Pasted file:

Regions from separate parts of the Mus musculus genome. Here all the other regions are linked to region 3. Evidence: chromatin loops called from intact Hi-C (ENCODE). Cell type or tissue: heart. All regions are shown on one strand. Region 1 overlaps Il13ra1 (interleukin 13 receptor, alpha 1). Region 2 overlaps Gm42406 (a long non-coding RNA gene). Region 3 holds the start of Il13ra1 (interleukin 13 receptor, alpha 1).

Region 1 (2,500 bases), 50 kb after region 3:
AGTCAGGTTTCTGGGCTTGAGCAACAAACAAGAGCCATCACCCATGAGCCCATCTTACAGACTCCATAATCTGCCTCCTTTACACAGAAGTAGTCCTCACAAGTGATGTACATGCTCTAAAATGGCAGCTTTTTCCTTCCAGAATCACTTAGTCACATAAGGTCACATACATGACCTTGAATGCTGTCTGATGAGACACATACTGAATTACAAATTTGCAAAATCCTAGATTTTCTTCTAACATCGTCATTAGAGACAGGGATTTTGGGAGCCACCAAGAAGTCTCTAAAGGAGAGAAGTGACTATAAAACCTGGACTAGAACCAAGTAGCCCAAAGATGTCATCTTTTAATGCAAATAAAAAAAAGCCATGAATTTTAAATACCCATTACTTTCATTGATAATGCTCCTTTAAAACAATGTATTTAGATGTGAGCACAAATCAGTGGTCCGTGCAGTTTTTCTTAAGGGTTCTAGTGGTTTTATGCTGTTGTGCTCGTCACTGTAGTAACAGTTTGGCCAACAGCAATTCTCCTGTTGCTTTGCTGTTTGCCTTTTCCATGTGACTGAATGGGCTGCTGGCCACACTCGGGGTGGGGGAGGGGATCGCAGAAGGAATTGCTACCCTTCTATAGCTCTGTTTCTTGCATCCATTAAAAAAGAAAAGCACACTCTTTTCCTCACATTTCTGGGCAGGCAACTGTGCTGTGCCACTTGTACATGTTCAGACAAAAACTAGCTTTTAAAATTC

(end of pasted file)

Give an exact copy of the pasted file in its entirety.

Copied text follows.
Regions from separate parts of the Mus musculus genome. Here all the other regions are linked to region 3. Evidence: chromatin loops called from intact Hi-C (ENCODE). Cell type or tissue: heart. All regions are shown on one strand. Region 1 overlaps Il13ra1 (interleukin 13 receptor, alpha 1). Region 2 overlaps Gm42406 (a long non-coding RNA gene). Region 3 holds the start of Il13ra1 (interleukin 13 receptor, alpha 1).

Region 1 (2,500 bases), 50 kb after region 3:
AGTCAGGTTTCTGGGCTTGAGCAACAAACAAGAGCCATCACCCATGAGCCCATCTTACAGACTCCATAATCTGCCTCCTTTACACAGAAGTAGTCCTCACAAGTGATGTACATGCTCTAAAATGGCAGCTTTTTCCTTCCAGAATCACTTAGTCACATAAGGTCACATACATGACCTTGAATGCTGTCTGATGAGACACATACTGAATTACAAATTTGCAAAATCCTAGATTTTCTTCTAACATCGTCATTAGAGACAGGGATTTTGGGAGCCACCAAGAAGTCTCTAAAGGAGAGAAGTGACTATAAAACCTGGACTAGAACCAAGTAGCCCAAAGATGTCATCTTTTAATGCAAATAAAAAAAAGCCATGAATTTTAAATACCCATTACTTTCATTGATAATGCTCCTTTAAAACAATGTATTTAGATGTGAGCACAAATCAGTGGTCCGTGCAGTTTTTCTTAAGGGTTCTAGTGGTTTTATGCTGTTGTGCTCGTCACTGTAGTAACAGTTTGGCCAACAGCAATTCTCCTGTTGCTTTGCTGTTTGCCTTTTCCATGTGACTGAATGGGCTGCTGGCCACACTCGGGGTGGGGGAGGGGATCGCAGAAGGAATTGCTACCCTTCTATAGCTCTGTTTCTTGCATCCATTAAAAAAGAAAAGCACACTCTTTTCCTCACATTTCTGGGCAGGCAACTGTGCTGTGCCACTTGTACATGTTCAGACAAAAACTAGCTTTTAAAATTC